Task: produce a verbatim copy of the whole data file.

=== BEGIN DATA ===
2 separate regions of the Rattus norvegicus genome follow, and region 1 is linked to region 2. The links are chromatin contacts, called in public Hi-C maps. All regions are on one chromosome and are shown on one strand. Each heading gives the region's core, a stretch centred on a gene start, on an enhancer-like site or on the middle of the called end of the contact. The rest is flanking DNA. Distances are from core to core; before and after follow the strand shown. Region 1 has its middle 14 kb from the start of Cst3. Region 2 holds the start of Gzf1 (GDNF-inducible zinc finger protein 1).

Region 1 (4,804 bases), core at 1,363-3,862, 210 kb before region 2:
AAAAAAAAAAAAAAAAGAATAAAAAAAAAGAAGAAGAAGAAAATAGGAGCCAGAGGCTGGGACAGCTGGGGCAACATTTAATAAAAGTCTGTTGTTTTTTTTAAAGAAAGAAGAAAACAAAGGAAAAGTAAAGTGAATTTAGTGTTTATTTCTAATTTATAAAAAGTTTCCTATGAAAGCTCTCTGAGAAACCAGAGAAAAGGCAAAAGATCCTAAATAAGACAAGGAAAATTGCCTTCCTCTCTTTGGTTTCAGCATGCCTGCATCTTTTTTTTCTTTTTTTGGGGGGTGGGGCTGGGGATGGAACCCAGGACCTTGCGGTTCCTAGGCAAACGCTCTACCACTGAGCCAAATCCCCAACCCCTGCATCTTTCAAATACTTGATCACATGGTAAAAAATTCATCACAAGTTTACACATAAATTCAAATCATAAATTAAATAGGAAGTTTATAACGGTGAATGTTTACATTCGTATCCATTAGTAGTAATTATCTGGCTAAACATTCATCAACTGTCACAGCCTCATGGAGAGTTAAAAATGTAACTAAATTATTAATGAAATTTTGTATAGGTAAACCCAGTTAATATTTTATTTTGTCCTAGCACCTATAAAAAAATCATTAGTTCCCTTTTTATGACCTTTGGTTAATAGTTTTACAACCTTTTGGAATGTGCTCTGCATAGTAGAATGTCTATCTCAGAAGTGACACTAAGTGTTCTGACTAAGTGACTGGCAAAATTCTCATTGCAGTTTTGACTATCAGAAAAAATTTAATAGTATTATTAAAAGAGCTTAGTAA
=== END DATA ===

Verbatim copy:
2 separate regions of the Rattus norvegicus genome follow, and region 1 is linked to region 2. The links are chromatin contacts, called in public Hi-C maps. All regions are on one chromosome and are shown on one strand. Each heading gives the region's core, a stretch centred on a gene start, on an enhancer-like site or on the middle of the called end of the contact. The rest is flanking DNA. Distances are from core to core; before and after follow the strand shown. Region 1 has its middle 14 kb from the start of Cst3. Region 2 holds the start of Gzf1 (GDNF-inducible zinc finger protein 1).

Region 1 (4,804 bases), core at 1,363-3,862, 210 kb before region 2:
AAAAAAAAAAAAAAAAGAATAAAAAAAAAGAAGAAGAAGAAAATAGGAGCCAGAGGCTGGGACAGCTGGGGCAACATTTAATAAAAGTCTGTTGTTTTTTTTAAAGAAAGAAGAAAACAAAGGAAAAGTAAAGTGAATTTAGTGTTTATTTCTAATTTATAAAAAGTTTCCTATGAAAGCTCTCTGAGAAACCAGAGAAAAGGCAAAAGATCCTAAATAAGACAAGGAAAATTGCCTTCCTCTCTTTGGTTTCAGCATGCCTGCATCTTTTTTTTCTTTTTTTGGGGGGTGGGGCTGGGGATGGAACCCAGGACCTTGCGGTTCCTAGGCAAACGCTCTACCACTGAGCCAAATCCCCAACCCCTGCATCTTTCAAATACTTGATCACATGGTAAAAAATTCATCACAAGTTTACACATAAATTCAAATCATAAATTAAATAGGAAGTTTATAACGGTGAATGTTTACATTCGTATCCATTAGTAGTAATTATCTGGCTAAACATTCATCAACTGTCACAGCCTCATGGAGAGTTAAAAATGTAACTAAATTATTAATGAAATTTTGTATAGGTAAACCCAGTTAATATTTTATTTTGTCCTAGCACCTATAAAAAAATCATTAGTTCCCTTTTTATGACCTTTGGTTAATAGTTTTACAACCTTTTGGAATGTGCTCTGCATAGTAGAATGTCTATCTCAGAAGTGACACTAAGTGTTCTGACTAAGTGACTGGCAAAATTCTCATTGCAGTTTTGACTATCAGAAAAAATTTAATAGTATTATTAAAAGAGCTTAGTAA